A procession of limousines followed Michael ‘Mixie’ Walsh as he was taken on one last journey through the streets of Blackpool.
Hundreds of people gathered to say their final farewells to the 84-year-old, whose body was taken from The Ardwick pub in Foxhall Road to St Kentigern’s Church in Newton Drive for a funeral service at noon yesterday.
Mr Walsh, who once famously saw off the Kray twins and was described as a ‘true gentleman’ by his family, died on October 9 following a battle with Alzheimer’s Disease.
Greg Barber, 78, wore a black trilby hat given to him by Mr Walsh for the service, which was followed by a committal at Carleton Crematorium.
He said: “There are a lot of people here today because of his name and because he was such a good man.
“He was a top man and everybody realised that. We had a good friendship.”
Although he said there are some ‘silly’ stories about Mr Walsh told throughout the town, Mr Barber said his reputation as Blackpool’s ‘governor’ was well known and had been earned.
The Scotsman said: “He was a friend of everybody unless you were a bad man. He cleaned this town up.
“The Krays were only two. [Scottish gangster] Arthur Thompson was the governor in Glasgow and he wanted to take over Blackpool as well, and he was told to get out.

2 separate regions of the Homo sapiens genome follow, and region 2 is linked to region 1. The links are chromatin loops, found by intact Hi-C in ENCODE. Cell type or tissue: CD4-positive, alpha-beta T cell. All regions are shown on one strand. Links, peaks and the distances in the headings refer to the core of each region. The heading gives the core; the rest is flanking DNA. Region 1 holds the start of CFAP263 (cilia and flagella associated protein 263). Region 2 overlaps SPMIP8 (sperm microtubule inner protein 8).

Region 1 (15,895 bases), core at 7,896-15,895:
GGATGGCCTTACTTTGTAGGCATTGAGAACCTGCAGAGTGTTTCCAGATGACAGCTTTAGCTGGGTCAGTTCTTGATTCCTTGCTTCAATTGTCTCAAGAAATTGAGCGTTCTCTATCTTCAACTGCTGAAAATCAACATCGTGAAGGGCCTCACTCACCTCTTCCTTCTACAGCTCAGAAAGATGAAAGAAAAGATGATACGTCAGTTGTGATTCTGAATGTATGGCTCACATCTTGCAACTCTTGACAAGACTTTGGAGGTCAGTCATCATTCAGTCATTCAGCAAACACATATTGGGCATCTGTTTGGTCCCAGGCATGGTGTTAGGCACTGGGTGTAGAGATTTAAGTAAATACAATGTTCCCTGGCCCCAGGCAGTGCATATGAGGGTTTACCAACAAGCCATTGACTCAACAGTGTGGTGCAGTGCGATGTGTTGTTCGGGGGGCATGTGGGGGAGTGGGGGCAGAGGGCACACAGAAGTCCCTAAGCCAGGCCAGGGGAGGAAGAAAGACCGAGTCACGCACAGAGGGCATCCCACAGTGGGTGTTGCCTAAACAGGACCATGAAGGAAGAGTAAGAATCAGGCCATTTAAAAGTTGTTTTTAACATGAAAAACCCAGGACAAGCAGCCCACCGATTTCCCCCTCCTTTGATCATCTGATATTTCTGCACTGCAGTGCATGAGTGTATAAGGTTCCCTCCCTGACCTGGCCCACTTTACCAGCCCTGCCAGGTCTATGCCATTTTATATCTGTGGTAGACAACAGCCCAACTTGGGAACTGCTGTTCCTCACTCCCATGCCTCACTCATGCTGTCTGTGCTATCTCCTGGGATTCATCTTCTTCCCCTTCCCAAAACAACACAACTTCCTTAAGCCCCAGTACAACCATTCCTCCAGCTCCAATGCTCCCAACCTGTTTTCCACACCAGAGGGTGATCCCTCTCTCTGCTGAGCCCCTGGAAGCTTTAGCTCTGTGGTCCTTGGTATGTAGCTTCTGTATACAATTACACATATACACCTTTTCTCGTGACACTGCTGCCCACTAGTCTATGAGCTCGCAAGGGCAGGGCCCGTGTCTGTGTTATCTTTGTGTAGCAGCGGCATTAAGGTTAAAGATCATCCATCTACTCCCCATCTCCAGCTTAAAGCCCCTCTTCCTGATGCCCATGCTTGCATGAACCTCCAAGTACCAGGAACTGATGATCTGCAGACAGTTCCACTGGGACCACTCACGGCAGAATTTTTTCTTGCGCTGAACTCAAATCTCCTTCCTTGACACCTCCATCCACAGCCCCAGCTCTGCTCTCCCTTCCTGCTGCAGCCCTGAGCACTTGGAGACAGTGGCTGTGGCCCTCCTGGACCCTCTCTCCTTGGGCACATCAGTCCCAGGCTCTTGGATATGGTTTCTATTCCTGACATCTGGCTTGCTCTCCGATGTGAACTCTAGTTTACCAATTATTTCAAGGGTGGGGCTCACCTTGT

“Mixie was the governor and he looked after Blackpool.”
Former professional boxer Larry Porks travelled up from Stoke to say a final farewell to his friend of 70 years.
The 85-year-old said the pair first met in borstal as teenagers before later serving their national service together in Egypt.
He said: “He was a right hard man but a good man and a gent with his friends.
“He was not very big but any liberties and he was there to stop it. He was the daddy in Borstal. He was only 17 but he was still the boss.
“He had a heart of gold. I just can’t speak highly enough of him.”
Mr Porks said it was a coincidence the pair met up again in Egypt in the late 1940s, while they were both serving with the Royal Army Service Corps (RASC).
But he said a tough military lifestyle did not change Mr Walsh: “You could not tame him. He was just Mixie.
“Afterwards, we kept in touch and I used to come up to Blackpool. We were best friends and we were like brothers.
Karen Thompson, 52, said: “I was only 18 or 19 when I met him. When I first saw him I though, ‘Oh, God’, but within seconds he had me laughing.
“You would not like to be on the wrong side of him but he was very fair.”
Daughter-in-law Charley Walsh said: “He was a legend and the last of his kind.”